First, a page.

The UK’s departure from the European Union has ramifications far beyond trade and the single market.
A new era has dawned in the United Kingdom, which has turned its back on a 48-year liaison with the European project for an uncertain post-Brexit future.
The UK left the EU’s vast single market for people, goods and services at 23:00 GMT, midnight in Brussels, on Thursday, New Year’s Eve, as the Brexit transition period expired 11 months after the country formally left the bloc on January 31.
New Year’s Day newspapers reflected the historic but still deeply divisive change, which will have repercussions for generations to come.
The pro-Brexit Daily Express’s front-page photograph showed the White Cliffs of Dover – an enduring symbol of Britishness – with “Freedom” written on a Union flag.
“Our Future. Our Britain. Our Destiny,” said the headline.
The pro-EU Independent was less sure: “Off the hook – or cut adrift?” it asked, reflecting widespread uncertainty at the path the country had now chosen.
As 2021 began, attention turned to the UK borders, particularly the key Channel seaports, to see if the end to seamless trade and travel would cause delays and disruption.
But with New Year’s Day a public holiday followed by a weekend, and the government having announced the phased introduction of checks, few immediate problems were envisaged.
“The traffic forecast for the next few days is very light,” said John Keefe, spokesman for Eurotunnel, which transports freight, cars and coaches under the Channel.
As the first ferry left the Port of Dover early on Friday, truckers rolling into the port city of Calais, in northern France, had to deal for the first time with the new rules for transporting goods to and from mainland Europe.
A barcode on Romanian driver Toma Moise’s paperwork was scanned and approved in seconds.
“The future, I don’t think it will be difficult,” he said, before continuing his journey towards Britain.
The Road Haulage Association, an industry body, estimates that some 220 million new forms will now need to be filled in every year to allow trade to flow with EU countries, including permits to even drive on the roads leading to ports like Dover.
“This is a revolutionary change,” Rod McKenzie, managing director of public policy at the RHA, told The Times newspaper this week.
Other practical changes include how long Britons can visit their holiday homes on the continent, to travel with pets, and an end to British involvement in an EU student programme.
Holidaymakers and business travellers used to seamless EU travel could face delays, although fears Britons will have to get international permits to drive in Europe were averted by a separate accord.
Critically, UK fishermen are disgruntled at a compromise in the free trade agreement to allow continued access for EU boats in British waters, which has raised fears of clashes at sea.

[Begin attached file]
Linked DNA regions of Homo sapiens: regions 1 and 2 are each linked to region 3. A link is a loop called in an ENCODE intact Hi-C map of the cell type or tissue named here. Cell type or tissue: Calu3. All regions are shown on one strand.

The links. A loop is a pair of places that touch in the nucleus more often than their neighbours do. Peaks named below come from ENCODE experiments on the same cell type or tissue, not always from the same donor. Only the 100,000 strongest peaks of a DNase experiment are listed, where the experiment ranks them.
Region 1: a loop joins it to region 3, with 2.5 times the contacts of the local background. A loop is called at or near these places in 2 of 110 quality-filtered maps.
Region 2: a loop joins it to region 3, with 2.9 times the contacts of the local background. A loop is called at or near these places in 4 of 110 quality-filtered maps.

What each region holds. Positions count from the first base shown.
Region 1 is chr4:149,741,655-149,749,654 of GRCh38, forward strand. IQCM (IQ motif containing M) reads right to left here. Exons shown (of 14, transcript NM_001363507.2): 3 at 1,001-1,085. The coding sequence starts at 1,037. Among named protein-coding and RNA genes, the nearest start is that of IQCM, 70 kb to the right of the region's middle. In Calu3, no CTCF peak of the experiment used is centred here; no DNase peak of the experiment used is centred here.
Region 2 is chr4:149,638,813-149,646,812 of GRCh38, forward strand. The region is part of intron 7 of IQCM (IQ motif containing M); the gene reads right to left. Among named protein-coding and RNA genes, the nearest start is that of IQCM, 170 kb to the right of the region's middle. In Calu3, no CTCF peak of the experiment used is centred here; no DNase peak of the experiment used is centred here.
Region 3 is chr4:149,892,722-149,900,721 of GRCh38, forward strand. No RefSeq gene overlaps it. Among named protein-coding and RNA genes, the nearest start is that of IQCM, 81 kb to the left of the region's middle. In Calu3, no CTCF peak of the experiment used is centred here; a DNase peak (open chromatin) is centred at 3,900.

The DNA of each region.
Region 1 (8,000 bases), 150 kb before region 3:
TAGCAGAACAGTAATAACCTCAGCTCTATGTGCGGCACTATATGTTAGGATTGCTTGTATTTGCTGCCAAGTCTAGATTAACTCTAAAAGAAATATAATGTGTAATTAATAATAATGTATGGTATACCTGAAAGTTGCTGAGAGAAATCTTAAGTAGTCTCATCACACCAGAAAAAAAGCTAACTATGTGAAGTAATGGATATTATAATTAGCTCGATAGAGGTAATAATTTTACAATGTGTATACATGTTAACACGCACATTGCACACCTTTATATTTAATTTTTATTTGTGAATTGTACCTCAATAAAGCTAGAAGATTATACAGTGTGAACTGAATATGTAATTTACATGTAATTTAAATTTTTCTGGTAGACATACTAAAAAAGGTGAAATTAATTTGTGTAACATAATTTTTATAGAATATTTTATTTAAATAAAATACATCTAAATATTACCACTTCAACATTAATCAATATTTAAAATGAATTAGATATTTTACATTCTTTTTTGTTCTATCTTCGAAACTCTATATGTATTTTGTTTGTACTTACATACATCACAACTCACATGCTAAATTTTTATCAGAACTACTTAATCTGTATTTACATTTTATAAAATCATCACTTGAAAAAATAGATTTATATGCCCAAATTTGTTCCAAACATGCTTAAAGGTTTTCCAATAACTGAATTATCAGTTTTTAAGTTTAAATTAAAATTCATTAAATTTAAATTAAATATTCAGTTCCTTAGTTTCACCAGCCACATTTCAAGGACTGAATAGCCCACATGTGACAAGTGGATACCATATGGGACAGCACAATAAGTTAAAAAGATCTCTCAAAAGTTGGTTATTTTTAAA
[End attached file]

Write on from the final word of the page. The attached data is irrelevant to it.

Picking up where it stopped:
The split follows the June 2016 EU referendum, when a slim majority of Britons vote in favour of quitting the bloc, the UK’s largest trading partner.
UK Prime Minister Boris Johnson, whose support for Brexit helped push the UK out of the EU, called it “an amazing moment for this country”.
“We have our freedom in our hands, and it is up to us to make the most of it,” he said in a New Year’s video message.
But Johnson has been short on detail about what he wants to build with Britain’s “independence” – or how to do it while borrowing record amounts to pay for the COVID-19 crisis.
Supporters view Brexit as the dawn of a newly independent “global Britain”.
Critics say it reverses decades of integration with its closest neighbours, threatens to harm the economy and, at worst, could lead to the breakup of the UK by weakening the bonds that bind England, Wales, Scotland and Northern Ireland to a $3 trillion economy.
In the 2016 vote, a majority in England and Wales voted in favour of exiting the bloc, while most in Scotland and Northern Ireland voted in favour of remaining an EU member.
Northern Ireland, which shares a border with EU member Ireland, remains closely tied to the bloc’s economy under the post-Brexit agreement.
Meanwhile, in Scotland, Brexit has bolstered support for independence after 300 years of political union between England and Scotland.
Scottish First Minister Nicola Sturgeon has said an independence referendum should take place in the earlier part of Scotland’s devolved parliament’s next term, which begins next year.
“Scotland will be back soon, Europe. Keep the light on,” Sturgeon tweeted on Thursday evening.
In the last referendum on Scottish independence from the UK, 55 percent voted against.
In France, Thursday’s shift prompted a message of regret from President Emmanuel Macron.
“The United Kingdom remains our neighbour but also our friend and ally,” he said.
“This choice of leaving Europe, this Brexit, was the child of European malaise and lots of lies and false promises.”
Al Jazeera’s Natacha Butler, reporting from Calais, said Macron’s message reflected the reality that many aspects of the UK and EU’s future relationship are yet to be determined.
Further discussions over issues from fair competition to fishing quotas are expected as London and Brussels settle into their new relationship.
“Brexit is by no means done completely, because there are still negotiations that need to be undertaken and still talks to be done,” Butler said.
“There is still no agreement, for example, on services, a very important sector, particularly the financial sector,” she added. “There is still a lot of work ahead.”